For each feature:

- Sort the numbers.
- Scan the best splitting point (more on this in the next section)
- Choose the best feature.

Every time a split is made, a leaf node gets converted to an internal node. If a particular split improves the objective function, the gain for the split is positive, but if the split degrades the model, the gain is negative. So how do we calculate gain?

Let:

- be the set of indices of data points assigned to a node.
- and be the set of indices of data points assigned to the new left and right leaves respectively

So the gain becomes:

While building a tree, the best splitting point is found until the max depth (supplied as a parameter) is reached. The nodes with negative gain are deleted by pruning the tree in a bottom up manner. The intuition behind this is that it is okay to have a node with negative gain in the middle of the tree as the gain the might increase significantly down it’s child nodes.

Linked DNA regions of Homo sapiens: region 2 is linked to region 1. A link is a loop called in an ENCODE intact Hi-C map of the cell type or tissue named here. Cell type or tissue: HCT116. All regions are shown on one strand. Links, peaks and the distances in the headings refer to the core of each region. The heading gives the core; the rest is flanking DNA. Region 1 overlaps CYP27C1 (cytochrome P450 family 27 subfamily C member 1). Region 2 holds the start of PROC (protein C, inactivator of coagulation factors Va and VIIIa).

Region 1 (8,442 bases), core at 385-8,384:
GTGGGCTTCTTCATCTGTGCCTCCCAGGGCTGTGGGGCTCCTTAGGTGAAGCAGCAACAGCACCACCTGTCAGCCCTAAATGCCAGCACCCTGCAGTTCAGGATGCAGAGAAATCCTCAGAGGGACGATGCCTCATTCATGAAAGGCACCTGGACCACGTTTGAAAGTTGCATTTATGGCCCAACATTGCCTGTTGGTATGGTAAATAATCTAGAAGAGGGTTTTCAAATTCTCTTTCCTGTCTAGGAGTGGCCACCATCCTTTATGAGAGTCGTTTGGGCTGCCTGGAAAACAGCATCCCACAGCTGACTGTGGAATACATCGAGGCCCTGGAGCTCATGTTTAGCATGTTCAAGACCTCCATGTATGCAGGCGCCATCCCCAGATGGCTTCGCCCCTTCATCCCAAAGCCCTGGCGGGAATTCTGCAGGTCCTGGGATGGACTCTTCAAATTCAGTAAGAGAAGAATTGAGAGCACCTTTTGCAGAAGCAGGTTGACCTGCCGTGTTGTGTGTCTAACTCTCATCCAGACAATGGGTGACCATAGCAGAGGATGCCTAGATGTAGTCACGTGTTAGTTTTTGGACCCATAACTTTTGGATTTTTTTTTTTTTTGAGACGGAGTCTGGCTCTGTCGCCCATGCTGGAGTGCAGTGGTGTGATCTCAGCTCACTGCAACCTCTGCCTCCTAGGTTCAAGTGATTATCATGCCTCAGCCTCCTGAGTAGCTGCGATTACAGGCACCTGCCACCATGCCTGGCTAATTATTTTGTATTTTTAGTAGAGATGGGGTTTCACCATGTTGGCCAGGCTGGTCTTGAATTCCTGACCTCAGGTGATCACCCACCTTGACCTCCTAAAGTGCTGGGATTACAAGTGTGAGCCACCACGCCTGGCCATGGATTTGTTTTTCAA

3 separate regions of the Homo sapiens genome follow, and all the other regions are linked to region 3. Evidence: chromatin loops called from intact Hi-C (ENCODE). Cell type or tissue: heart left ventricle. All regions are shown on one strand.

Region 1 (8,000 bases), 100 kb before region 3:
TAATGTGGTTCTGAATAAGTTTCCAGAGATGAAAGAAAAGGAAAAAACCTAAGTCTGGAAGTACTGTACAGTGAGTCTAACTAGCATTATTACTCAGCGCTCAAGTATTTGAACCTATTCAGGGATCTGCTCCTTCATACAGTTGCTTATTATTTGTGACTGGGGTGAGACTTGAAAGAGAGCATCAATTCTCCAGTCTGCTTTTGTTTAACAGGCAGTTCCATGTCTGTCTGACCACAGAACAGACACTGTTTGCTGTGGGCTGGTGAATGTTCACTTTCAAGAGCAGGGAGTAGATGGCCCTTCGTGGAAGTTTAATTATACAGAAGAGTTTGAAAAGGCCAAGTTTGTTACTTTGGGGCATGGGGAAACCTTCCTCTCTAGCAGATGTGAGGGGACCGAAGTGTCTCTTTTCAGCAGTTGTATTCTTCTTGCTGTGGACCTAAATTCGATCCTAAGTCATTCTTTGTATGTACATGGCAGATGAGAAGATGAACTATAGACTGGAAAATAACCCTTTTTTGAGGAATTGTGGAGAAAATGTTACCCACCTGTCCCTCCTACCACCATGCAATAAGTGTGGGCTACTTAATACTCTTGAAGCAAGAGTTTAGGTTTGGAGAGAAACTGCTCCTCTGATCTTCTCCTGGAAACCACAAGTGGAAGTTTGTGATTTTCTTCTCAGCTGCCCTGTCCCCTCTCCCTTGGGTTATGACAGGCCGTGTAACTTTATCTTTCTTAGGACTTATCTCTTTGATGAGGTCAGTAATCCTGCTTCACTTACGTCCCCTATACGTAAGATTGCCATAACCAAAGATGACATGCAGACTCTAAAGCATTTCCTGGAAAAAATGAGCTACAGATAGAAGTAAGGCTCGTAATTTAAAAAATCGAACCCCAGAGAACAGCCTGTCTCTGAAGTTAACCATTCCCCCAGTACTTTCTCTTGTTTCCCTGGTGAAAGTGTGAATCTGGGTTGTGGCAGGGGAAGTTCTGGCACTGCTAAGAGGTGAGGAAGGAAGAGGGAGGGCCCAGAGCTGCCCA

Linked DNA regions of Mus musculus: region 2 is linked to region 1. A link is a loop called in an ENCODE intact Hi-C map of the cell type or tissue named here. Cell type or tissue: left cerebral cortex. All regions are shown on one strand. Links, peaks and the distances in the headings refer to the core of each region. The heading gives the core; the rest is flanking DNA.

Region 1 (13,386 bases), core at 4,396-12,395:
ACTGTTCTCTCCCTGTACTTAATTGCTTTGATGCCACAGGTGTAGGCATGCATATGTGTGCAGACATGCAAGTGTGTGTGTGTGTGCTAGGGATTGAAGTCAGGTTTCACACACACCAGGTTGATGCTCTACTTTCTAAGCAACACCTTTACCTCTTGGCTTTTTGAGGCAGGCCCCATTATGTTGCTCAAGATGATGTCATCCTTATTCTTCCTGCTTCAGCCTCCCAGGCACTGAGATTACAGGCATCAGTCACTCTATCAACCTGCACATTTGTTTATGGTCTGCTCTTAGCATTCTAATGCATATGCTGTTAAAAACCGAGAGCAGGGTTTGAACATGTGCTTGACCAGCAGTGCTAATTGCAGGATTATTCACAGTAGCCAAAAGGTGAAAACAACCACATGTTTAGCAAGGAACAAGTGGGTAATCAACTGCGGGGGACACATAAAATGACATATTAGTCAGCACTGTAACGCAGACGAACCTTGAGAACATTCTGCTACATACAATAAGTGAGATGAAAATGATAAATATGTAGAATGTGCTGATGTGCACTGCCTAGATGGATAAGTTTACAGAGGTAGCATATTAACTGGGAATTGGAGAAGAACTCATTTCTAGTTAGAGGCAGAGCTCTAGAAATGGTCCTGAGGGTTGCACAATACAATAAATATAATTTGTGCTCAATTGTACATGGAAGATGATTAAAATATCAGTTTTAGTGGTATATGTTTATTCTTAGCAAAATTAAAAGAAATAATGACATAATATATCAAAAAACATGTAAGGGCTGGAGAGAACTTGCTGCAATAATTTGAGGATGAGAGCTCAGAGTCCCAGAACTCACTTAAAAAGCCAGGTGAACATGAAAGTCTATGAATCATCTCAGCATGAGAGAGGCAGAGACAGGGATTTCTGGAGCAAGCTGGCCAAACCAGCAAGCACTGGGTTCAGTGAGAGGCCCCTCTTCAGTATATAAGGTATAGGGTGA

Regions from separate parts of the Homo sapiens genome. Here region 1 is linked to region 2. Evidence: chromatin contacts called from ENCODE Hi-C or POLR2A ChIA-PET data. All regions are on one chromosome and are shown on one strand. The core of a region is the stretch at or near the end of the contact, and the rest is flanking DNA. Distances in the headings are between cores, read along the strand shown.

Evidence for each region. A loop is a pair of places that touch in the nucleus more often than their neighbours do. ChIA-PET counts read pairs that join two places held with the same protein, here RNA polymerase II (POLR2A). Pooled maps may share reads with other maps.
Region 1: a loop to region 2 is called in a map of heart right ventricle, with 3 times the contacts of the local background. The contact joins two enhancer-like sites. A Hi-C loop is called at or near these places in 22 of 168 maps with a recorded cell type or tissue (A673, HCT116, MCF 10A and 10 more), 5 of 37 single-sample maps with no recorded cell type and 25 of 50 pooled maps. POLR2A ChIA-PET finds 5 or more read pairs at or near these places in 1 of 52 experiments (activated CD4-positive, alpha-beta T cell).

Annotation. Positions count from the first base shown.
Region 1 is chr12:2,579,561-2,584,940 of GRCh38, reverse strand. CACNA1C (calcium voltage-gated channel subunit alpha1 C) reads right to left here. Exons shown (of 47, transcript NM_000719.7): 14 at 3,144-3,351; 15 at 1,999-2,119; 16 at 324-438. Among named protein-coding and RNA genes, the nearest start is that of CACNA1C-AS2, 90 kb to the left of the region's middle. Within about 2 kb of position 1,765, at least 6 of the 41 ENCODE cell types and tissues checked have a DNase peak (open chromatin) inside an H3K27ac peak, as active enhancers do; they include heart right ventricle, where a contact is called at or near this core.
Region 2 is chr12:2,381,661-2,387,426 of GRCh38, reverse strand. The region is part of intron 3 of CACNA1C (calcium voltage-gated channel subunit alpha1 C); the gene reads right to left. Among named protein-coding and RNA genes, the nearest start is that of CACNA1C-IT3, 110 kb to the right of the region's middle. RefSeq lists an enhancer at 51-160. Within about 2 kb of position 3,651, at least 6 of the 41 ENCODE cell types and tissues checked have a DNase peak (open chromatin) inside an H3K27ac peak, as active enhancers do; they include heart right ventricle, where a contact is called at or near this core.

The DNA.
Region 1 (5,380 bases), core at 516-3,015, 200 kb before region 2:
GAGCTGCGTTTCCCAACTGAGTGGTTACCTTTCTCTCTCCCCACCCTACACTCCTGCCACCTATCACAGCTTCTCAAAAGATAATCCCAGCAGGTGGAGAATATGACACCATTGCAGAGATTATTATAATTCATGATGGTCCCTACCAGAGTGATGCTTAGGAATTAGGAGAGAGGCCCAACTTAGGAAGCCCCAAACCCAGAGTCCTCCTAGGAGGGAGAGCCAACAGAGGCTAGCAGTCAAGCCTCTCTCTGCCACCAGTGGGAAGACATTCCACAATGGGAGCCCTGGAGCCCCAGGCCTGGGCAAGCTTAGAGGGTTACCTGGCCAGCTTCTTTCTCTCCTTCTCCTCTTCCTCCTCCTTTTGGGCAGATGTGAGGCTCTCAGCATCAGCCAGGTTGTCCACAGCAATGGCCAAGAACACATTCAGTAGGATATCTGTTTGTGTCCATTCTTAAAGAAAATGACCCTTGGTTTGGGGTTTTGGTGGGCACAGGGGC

Note that this is an unique feature of XGBoost as traditionally, gain is measured by calculating Gini coefficient or by entropy matrix.

The most unique feature of XGBoost is it’s inherent ability to handle missing values. For any kind of data set, handling missing values is always a challenge. There are both statistical and machine learning processes to impute missing values in a data set, but XGBoost avoids any such method all together. I will now make an attempt to describe how XGBoost handles missing values.

For each node, all the data points with missing values are:

- Put to the left child node and the maximum gain is calculated.
- Then they are put to the right child node and the maximum gain is calculated.
- The direction with larger gain is chosen.

Hence every node has a default direction for missing values.

To sum it up in a few lines, the work flow of XGboost is:

For times do:

- Grow the tree to the maximum possible dept.
- Find the best splitting point.
- Assign weights to the leaves.
- Prune the tree from bottom up to delete nodes with negative gain.